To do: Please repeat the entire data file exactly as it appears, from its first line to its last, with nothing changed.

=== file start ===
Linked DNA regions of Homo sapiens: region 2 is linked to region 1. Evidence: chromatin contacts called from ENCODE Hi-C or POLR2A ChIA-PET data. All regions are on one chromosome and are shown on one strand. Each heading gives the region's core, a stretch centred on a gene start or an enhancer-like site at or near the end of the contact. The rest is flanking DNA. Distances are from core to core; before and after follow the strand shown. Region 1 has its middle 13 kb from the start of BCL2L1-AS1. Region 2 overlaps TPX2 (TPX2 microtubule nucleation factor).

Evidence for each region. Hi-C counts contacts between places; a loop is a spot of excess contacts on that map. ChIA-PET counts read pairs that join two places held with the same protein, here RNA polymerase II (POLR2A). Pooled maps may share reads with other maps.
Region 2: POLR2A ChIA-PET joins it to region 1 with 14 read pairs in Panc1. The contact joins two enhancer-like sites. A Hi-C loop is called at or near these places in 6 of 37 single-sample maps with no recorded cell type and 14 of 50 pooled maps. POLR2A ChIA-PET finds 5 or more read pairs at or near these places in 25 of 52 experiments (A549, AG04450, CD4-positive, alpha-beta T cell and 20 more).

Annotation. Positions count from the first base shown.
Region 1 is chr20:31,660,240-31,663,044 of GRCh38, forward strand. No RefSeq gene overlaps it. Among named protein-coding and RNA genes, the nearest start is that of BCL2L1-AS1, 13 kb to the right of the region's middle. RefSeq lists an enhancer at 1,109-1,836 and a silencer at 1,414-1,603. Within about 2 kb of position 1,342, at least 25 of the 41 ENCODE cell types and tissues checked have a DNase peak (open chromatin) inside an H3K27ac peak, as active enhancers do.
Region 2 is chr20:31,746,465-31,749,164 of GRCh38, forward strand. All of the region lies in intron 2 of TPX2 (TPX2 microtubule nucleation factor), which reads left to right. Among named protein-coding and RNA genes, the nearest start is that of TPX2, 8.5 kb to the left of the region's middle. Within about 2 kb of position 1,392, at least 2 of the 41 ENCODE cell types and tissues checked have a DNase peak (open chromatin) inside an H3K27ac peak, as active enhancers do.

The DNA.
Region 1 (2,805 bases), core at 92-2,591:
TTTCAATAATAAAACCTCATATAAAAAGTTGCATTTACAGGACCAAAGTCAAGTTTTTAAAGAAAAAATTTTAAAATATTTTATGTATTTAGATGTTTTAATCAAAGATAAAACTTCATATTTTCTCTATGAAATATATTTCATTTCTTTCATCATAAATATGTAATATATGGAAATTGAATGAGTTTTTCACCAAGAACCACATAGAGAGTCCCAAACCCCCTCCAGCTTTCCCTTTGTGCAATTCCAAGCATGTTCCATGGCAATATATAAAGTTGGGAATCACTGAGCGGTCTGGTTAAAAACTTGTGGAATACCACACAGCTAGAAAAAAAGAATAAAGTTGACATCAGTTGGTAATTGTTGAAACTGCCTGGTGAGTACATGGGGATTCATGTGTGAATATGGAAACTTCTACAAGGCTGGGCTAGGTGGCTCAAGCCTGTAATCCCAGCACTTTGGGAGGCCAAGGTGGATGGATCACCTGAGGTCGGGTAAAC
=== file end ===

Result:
Linked DNA regions of Homo sapiens: region 2 is linked to region 1. Evidence: chromatin contacts called from ENCODE Hi-C or POLR2A ChIA-PET data. All regions are on one chromosome and are shown on one strand. Each heading gives the region's core, a stretch centred on a gene start or an enhancer-like site at or near the end of the contact. The rest is flanking DNA. Distances are from core to core; before and after follow the strand shown. Region 1 has its middle 13 kb from the start of BCL2L1-AS1. Region 2 overlaps TPX2 (TPX2 microtubule nucleation factor).

Evidence for each region. Hi-C counts contacts between places; a loop is a spot of excess contacts on that map. ChIA-PET counts read pairs that join two places held with the same protein, here RNA polymerase II (POLR2A). Pooled maps may share reads with other maps.
Region 2: POLR2A ChIA-PET joins it to region 1 with 14 read pairs in Panc1. The contact joins two enhancer-like sites. A Hi-C loop is called at or near these places in 6 of 37 single-sample maps with no recorded cell type and 14 of 50 pooled maps. POLR2A ChIA-PET finds 5 or more read pairs at or near these places in 25 of 52 experiments (A549, AG04450, CD4-positive, alpha-beta T cell and 20 more).

Annotation. Positions count from the first base shown.
Region 1 is chr20:31,660,240-31,663,044 of GRCh38, forward strand. No RefSeq gene overlaps it. Among named protein-coding and RNA genes, the nearest start is that of BCL2L1-AS1, 13 kb to the right of the region's middle. RefSeq lists an enhancer at 1,109-1,836 and a silencer at 1,414-1,603. Within about 2 kb of position 1,342, at least 25 of the 41 ENCODE cell types and tissues checked have a DNase peak (open chromatin) inside an H3K27ac peak, as active enhancers do.
Region 2 is chr20:31,746,465-31,749,164 of GRCh38, forward strand. All of the region lies in intron 2 of TPX2 (TPX2 microtubule nucleation factor), which reads left to right. Among named protein-coding and RNA genes, the nearest start is that of TPX2, 8.5 kb to the left of the region's middle. Within about 2 kb of position 1,392, at least 2 of the 41 ENCODE cell types and tissues checked have a DNase peak (open chromatin) inside an H3K27ac peak, as active enhancers do.

The DNA.
Region 1 (2,805 bases), core at 92-2,591:
TTTCAATAATAAAACCTCATATAAAAAGTTGCATTTACAGGACCAAAGTCAAGTTTTTAAAGAAAAAATTTTAAAATATTTTATGTATTTAGATGTTTTAATCAAAGATAAAACTTCATATTTTCTCTATGAAATATATTTCATTTCTTTCATCATAAATATGTAATATATGGAAATTGAATGAGTTTTTCACCAAGAACCACATAGAGAGTCCCAAACCCCCTCCAGCTTTCCCTTTGTGCAATTCCAAGCATGTTCCATGGCAATATATAAAGTTGGGAATCACTGAGCGGTCTGGTTAAAAACTTGTGGAATACCACACAGCTAGAAAAAAAGAATAAAGTTGACATCAGTTGGTAATTGTTGAAACTGCCTGGTGAGTACATGGGGATTCATGTGTGAATATGGAAACTTCTACAAGGCTGGGCTAGGTGGCTCAAGCCTGTAATCCCAGCACTTTGGGAGGCCAAGGTGGATGGATCACCTGAGGTCGGGTAAAC